Taylor Swift’s latest album, Folklore, came as a surprise to everyone — including the artist’s celebrity friends, Blake Lively and Ryan Reynolds, who had cautiously guarded the name of their third daughter since she was born, only to have Swift’s new album reveal the name in a track named after her.
But imagine our surprise when we heard that one of the songs on the album is a reference to the Grammy winner’s house in Watch Hill, Rhode Island. And since celebrity homes are in our blood, especially when they come with their own backstory, we just had to do our due diligence and look up Taylor Swift’s house (and the story behind it), and boy, is it a good one. Think worthy of a Taylor Swift song good!
Taylor Swift’s house in Rhode Island
Back in 2013, Taylor Swift paid a whopping $17.75 million for the 8-bedroom mansion — along with 700 feet of shoreline — in Rhode Island. The property spans 5.23 acres and is said to be “the highest point of direct waterfront land on the entire eastern seaboard.”
Known as the Holiday House, Taylor Swift’s mansion was built in 1930 and comes with 8 bedrooms and just as many fireplaces.
Featuring many entertainment spaces (not to mention plenty of room for private beach parties), the house’s pool is probably most known among T-Swift fans — as the artist frequently entertained her famous friends next to the pool, with pictures from her A-list pool parties ending on feeds of celebrities like Gigi Hadid, Ruby Rose, or Cara Delevigne.
It should come as no surprise that Swift has a special relationship with her Rhode Island mansion; just last year, during an appearance on Ellen, the singer said that the property is her favorite place to spend holidays in. What she failed to mention at the time though, is how much she related to the woman who famously owned the house before her.
The Holiday House was once owned by Rebekah Harkness
The mansion was once owned by Rebekah Harkness, a high profile socialite who famously married into the Standard Oil fortune. In her day, Harkness was as much of a media darling as Swift is now, and often the target of unfavorable headlines and press coverage. But equally unapologetic as Swift.
Also known as Betty Harkness, the woman Swift references as being part of The Last Great American Dynasty was a wealthy woman from St. Louis, who founded multiple dance companies.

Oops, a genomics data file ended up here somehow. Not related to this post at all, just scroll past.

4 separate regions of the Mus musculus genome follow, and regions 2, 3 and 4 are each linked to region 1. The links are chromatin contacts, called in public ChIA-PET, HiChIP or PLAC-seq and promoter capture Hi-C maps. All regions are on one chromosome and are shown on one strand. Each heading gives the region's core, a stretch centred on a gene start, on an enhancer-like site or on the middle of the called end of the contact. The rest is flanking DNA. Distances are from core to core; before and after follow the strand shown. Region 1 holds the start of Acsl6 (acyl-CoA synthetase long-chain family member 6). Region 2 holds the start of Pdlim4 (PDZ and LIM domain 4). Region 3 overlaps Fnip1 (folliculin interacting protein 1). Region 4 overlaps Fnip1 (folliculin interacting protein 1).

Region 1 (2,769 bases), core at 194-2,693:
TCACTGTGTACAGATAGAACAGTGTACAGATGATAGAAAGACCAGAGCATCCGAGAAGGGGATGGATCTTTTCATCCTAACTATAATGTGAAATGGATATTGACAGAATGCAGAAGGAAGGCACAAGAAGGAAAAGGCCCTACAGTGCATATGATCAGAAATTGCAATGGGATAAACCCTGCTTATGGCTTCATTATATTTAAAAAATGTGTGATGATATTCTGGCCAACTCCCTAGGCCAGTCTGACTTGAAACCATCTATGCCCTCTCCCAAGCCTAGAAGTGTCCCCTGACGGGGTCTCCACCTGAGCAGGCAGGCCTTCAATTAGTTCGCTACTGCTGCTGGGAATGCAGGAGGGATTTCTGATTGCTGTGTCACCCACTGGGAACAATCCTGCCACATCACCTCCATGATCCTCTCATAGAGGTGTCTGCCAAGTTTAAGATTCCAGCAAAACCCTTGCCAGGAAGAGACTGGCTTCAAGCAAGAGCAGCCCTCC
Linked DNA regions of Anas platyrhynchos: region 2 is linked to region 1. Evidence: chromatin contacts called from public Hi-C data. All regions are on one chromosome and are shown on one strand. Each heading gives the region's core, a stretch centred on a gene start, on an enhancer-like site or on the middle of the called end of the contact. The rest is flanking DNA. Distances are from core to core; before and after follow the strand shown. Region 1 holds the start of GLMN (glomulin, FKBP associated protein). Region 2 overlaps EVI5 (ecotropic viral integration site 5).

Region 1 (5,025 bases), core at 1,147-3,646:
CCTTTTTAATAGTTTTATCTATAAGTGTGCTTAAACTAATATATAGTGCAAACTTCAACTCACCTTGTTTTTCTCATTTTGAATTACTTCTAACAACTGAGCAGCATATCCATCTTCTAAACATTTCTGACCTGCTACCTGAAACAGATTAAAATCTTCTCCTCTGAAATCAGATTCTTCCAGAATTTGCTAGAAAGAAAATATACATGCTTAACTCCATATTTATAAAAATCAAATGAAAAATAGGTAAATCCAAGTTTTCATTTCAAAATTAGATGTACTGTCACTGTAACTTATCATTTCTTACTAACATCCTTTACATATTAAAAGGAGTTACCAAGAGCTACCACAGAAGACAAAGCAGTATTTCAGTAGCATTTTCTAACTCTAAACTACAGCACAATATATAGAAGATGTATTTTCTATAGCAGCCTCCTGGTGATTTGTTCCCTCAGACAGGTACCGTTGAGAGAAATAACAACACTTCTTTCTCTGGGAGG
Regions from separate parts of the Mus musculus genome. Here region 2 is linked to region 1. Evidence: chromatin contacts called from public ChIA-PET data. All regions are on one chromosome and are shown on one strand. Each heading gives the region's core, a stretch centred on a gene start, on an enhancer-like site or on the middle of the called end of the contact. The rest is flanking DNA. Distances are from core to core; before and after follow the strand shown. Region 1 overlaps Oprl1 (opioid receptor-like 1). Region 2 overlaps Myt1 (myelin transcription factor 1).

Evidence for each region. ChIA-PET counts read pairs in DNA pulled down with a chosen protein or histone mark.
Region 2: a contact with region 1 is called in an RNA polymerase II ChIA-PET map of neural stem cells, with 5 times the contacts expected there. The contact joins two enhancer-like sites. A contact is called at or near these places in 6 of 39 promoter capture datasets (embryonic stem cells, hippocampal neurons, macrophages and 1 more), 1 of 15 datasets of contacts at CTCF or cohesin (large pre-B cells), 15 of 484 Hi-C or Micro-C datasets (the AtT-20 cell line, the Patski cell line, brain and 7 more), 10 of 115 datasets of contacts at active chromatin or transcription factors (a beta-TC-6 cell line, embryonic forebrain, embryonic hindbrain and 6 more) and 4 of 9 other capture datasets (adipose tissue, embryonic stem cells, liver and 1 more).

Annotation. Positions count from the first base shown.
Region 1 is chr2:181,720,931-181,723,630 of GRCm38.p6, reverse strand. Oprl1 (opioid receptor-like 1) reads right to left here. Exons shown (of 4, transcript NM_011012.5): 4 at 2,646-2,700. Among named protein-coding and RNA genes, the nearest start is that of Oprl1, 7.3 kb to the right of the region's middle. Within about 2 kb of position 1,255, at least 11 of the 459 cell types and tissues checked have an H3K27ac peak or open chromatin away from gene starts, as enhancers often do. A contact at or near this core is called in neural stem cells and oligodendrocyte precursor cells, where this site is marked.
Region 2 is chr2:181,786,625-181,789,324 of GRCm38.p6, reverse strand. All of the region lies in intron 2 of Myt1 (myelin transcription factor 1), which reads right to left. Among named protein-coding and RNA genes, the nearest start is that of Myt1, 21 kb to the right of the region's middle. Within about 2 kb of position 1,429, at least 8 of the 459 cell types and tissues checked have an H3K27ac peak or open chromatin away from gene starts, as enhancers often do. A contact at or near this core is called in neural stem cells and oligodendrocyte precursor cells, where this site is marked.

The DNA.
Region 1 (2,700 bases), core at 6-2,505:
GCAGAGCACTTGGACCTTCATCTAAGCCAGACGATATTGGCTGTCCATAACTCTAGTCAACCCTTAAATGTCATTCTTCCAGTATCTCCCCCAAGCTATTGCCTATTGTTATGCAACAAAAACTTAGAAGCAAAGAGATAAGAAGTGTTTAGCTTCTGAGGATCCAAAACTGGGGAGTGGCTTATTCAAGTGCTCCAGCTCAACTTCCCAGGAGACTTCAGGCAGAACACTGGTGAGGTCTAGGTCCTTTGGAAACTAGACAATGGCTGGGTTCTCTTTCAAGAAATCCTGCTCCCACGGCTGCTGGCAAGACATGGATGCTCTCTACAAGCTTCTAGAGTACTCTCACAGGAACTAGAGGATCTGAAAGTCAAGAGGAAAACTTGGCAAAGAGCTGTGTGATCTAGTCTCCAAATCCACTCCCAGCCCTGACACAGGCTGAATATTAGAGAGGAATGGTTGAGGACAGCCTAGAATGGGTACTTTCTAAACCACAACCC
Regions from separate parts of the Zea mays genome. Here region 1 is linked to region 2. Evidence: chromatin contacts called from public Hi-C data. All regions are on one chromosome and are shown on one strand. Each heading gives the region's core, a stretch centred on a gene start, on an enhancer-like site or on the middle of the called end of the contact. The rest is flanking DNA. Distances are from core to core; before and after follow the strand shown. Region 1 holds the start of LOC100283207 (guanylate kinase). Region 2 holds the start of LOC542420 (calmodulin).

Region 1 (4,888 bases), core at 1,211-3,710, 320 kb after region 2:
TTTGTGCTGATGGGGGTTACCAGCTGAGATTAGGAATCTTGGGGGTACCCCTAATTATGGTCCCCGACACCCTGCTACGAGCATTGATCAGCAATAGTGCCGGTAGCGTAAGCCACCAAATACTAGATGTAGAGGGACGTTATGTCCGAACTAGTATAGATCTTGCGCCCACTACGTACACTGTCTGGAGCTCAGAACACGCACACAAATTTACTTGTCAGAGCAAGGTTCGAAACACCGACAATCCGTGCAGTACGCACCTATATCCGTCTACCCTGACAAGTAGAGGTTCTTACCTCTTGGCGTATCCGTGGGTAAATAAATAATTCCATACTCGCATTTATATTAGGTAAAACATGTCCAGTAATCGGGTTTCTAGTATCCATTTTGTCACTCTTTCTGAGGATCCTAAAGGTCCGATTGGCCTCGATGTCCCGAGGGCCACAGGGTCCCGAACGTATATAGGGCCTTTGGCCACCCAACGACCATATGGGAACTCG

Harkness married four times during her lifetime, but it was her second marriage to Standard Oil heir William Hale Harkness in 1947 that turned her into one of the wealthiest women in America.
According to Rhode Island Monthly, the couple bought the coastal property soon after wedding, and they became known for their (as Swift points out herself) “tasteful if a little loud” soirees. Society, however, was quick to cast out the socialite-turned-widow who already had a reputation for being a bit eccentric. And so, Harkness, in turn, turned her back on them.
Her alleged offenses were grand and many: she took in a pet raccoon, allowed her dancers to practice at all hours on the front lawn, and brought her closest friends (which popular media back then called “the bitch squad”) to her house for lavish parties. Sound familiar?
After Harkness’ husband died in 1954, historians say that the socialite “got more and more eccentric”. Swift’s song highlights some of the most outrageous antics the heiress was known for, which included filling up her pool with Dom Pérignon, dyeing one of her pets green, and having a relationship with Salvador Dali (himself known as one of the most eccentric artists in modern history).
Rebekah gave up on the Rhode Island set forever
Flew in all her B*tch Pack friends from the city
Filled the pool with champagne and swam with the big names
And losing on card game bets with DalÍ
Taylor Swift picks up Harkness’ role
While Swift’s song is clearly about the gilded-age heiress, it’s undeniable that the lyrics draw a subtle comparison between herself and Rebekah Harkness in the song. Swift likens her own star-studded parties to the bevy of famous composers and dancers that once frequented the Holiday House in Harkness’ days.
Also similar to Taylor Swift, Rebekah Harkness was often the target of harsh criticism from the tabloids and people in the area alike, and is no stranger to unfavorable headlines. Just as unapologetic as the heiress herself, Taylor Swift picks up where the other one left off and assumes her role as part of the last great American dynasty living in the Rhode Island mansion:
Fifty years is a long time
Holiday House sat quietly on that beach
Free of women with madness, their men and bad habits
And then it was bought by me
Who knows, if I never showed up, what could’ve been
There goes the loudest woman this town has ever seen
I had a marvelous time ruining everything
Featured image credit: Pricey Pads // Taylor Swift headshot – © Glenn Francis
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